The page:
How young is too young to start lifting weights?

by Rachael Schultz

We can almost guarantee the answer will surprise you.

If you want to really rile up some parents, just ask them when they think a kid is old enough to safely start strength training.

Talk to someone vehemently against putting “dumbbells” and “children” in the same sentence, and their argument against youth training likely centers around one of two things: the idea that lifting weights can damage kids’ growth plates, thereby stunting their growth, and/or that weight training can increase their kids’ risk of a bone fracture.

Sounds scary, right? But here’s the thing: Both arguments are completely unfounded. There’s no truth to either of them.

“I have no idea where these myths started, but the evidence is clear: It is absolutely safe for kids to start lifting weights early in life, provided they do so under a well-designed, supervised program,” says Gregory Myer, Ph.D., director of research and The Human Performance Laboratory for the Division of Sports Medicine at Cincinnati Children’s Hospital Medical Center.

Myer and Avery Faigenbaum, Ed.D., C.S.C.S., professor of health and exercise science at the College of New Jersey, are two of the foremost researchers in the field of adolescent fitness and strength training. Both say there is almost zero downside to strength training for children, as long as they’re doing a sound program and under proper instruction. What’s more, both argue teaching our kids to squat and press early in life is one of the best things we can do for them.

Here’s our deep dive on the science of weight training for kids and adolescents.

For starters, let’s define “lifting weights”

For the record: We’re not exactly talking about a 7-year-old pressing a 200-lb barbell above her head. In essence, we’re talking about training kids like adult athletes, with the goal of simply getting stronger, preventing injuries, and facilitating performance both on and off the field.

“Strength training broadly defines the method of conditioning that makes muscles stronger,” Faigenbaum explains. “One extreme is a bodybuilder mentality, where the goal is focused on aesthetics — that’s an adult goal. We’re talking about the other end of the spectrum, which is building completely functional strength.”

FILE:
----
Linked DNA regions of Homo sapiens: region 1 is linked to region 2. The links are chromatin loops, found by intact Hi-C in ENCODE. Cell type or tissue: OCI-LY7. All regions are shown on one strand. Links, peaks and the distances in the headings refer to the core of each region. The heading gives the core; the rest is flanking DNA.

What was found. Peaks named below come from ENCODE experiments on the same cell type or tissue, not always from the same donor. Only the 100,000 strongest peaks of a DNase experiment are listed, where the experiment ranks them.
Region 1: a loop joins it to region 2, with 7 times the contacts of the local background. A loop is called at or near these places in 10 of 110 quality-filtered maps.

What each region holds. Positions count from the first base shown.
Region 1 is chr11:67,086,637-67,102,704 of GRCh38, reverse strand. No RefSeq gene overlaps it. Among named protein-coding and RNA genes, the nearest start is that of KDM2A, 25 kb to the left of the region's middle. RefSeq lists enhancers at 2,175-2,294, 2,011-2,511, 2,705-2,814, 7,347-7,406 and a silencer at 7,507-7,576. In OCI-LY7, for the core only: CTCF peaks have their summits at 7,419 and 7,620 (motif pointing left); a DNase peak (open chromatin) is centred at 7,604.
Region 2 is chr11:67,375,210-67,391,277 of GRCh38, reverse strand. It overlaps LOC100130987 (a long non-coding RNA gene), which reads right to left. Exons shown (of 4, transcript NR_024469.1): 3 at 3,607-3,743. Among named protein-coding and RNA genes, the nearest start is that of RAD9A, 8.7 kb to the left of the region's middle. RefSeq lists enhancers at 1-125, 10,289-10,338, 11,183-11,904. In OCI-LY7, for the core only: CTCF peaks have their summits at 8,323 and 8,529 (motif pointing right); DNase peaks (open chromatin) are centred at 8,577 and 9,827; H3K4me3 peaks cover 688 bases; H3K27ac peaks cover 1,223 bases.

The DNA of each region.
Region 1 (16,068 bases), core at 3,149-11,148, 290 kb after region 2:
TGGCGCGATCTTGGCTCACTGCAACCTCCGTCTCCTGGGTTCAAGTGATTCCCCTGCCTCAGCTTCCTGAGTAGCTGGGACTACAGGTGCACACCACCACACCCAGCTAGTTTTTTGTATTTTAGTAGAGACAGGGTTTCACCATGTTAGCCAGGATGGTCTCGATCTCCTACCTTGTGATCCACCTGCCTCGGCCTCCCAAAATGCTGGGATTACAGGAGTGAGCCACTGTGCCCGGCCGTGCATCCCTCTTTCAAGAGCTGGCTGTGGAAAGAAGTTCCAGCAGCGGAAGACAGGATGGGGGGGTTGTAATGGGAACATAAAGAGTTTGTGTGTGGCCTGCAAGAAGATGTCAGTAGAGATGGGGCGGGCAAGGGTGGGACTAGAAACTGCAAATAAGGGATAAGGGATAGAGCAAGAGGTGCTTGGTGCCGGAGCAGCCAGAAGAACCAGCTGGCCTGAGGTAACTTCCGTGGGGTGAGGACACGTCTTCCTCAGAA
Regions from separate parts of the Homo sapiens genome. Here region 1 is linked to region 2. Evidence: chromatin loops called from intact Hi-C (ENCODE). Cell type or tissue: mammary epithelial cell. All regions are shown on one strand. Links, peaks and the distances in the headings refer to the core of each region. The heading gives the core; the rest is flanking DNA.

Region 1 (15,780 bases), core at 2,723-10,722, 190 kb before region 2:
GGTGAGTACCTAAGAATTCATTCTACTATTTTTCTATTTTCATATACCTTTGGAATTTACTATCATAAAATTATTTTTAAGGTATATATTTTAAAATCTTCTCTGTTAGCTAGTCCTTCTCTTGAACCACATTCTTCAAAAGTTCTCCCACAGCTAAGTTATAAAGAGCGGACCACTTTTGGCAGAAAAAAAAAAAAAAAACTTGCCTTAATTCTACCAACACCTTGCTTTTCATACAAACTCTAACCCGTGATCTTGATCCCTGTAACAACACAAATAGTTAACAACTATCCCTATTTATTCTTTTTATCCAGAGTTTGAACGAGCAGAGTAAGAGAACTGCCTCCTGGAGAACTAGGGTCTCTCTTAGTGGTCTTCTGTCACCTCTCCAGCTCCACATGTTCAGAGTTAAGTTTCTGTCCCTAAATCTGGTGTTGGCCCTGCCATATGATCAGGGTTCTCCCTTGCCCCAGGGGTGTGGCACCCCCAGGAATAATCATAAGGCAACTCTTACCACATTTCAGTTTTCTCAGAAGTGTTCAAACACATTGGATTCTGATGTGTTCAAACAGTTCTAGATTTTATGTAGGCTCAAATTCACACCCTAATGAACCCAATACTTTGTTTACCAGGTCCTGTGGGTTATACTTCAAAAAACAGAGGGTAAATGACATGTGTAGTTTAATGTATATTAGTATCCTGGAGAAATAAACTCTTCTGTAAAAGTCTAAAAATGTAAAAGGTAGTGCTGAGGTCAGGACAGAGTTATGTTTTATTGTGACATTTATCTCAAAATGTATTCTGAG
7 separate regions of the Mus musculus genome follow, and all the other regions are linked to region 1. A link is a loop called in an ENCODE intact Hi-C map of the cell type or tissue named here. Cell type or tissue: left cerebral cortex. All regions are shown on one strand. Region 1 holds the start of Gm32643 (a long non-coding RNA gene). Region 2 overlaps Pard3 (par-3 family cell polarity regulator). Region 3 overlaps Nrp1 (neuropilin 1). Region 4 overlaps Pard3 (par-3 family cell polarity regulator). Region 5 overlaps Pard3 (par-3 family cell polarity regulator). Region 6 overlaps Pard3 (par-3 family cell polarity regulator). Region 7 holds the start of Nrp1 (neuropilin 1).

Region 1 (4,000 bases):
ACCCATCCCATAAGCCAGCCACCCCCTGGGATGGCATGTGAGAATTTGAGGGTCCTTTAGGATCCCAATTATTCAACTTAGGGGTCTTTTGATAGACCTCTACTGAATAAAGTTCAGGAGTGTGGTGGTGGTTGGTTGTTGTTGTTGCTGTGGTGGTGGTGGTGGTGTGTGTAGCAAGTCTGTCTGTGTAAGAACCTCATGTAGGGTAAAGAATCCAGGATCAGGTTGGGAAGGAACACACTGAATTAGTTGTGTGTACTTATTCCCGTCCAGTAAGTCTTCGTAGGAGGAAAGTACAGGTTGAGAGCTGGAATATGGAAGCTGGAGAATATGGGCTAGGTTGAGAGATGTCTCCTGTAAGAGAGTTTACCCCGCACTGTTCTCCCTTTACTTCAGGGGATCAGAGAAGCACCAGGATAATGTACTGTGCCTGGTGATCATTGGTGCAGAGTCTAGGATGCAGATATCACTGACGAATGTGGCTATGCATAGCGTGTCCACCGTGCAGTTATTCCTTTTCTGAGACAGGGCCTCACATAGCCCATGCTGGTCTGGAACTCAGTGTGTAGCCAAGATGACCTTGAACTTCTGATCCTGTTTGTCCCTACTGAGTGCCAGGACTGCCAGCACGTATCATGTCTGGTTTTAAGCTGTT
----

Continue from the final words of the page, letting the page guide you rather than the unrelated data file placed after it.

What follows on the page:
So no, little Sally won’t look like a bodybuilder — but she will be stronger than the other girls on her soccer team.

Resistance training can improve a young athlete’s potential by preparing him to learn complex movements, master sports tactics, and step up to the demands of training and competition, according to a 2016 study analysis published in the British Journal of Sports Medicine. Furthermore, strength training actually reduces the chances of a kid getting injured playing a sport, according to a meta-analysis in Current Sports Medicine Reports. In fact, mere sports training isn’t enough for kids to make the neuromuscular gains they need to prevent injury and promote lifelong health, that same analysis found. Kids actually need additional activity.

Also: Stop imagining Billy pumping iron a la vintage Schwarzenegger. “Just as with an adult, kids work at bodyweight until they can perfect their form,” Faigenbaum says. “Once a child can perform the basic movement of a bench, squat, or lift correctly, he earns the right to progress to adding weights to it. We certainly have teens in our programs who can squat double their bodyweight, but they’ve built up to that weight over time.”

And for helicopter parents concerned about their kids handling added weight, consider this: When kids run and jump and play, they land and hit the ground with an impulse load of 2 — 10 times their bodyweight going through their bones and joints, Myer says. That means a healthy 10-year-old boy can be looking at some 1,000lbs on his joints — which is way more than anyone’s suggesting he squat. Without learning the proper way to jump and land — and without building a strong foundation to absorb that impact — that 10-year-old boy is at a much higher risk of injury absorbing that impact without any training under his belt. In fact, resistance training can protect against injury and help nonathletic kids develop “physical literacy” to offset their sedentary lifestyles, according to a 2017 study published in Sports Health.

So how young is too young?

Most kids are ready to start intentionally building strength by 7 or 8 years old, both experts agree. The only real concern? Whether a child is emotionally ready for training. “Kids have to be able to follow instructions to stay safe, so when they have the maturity to listen and follow instructions, they’re ready for some sort of strength program,” Faigenbaum says.

Obviously some kids aren’t quite ready at age 8, but Faigenbaum’s team does strength programs with kids as young as kindergarten. At that age, strength training looks like frog squats, bunny hops, hermit crab touches, and bear crawls across the yard or gymnasium — moves that are fun and solely intended to get kids moving in all different directions, starting to build up muscle naturally.

Another gauge: If your tyke is ready for sports, he’s certainly ready for strength training, Faigenbaum adds. If your kid is already past 8, get him or her in now. Here’s why.

Why earlier is better

“Strength training trains the muscles and the underlying neuromuscular system to enhance a child’s ability to run, jump, hop, and skip,” says Faigenbaum. “Strength matters in every sport — not just football or wrestling. Jumping, throwing, kicking — strength is a prerequisite for every movement.”

Beyond setting young athletes up for success, though, strength training has a long-term effect on a kid’s development — inactive kids become inactive teens, and then inactive adults, research also shows. And since kids today are weaker than their peers were a few decades ago, the earlier they become active, the better.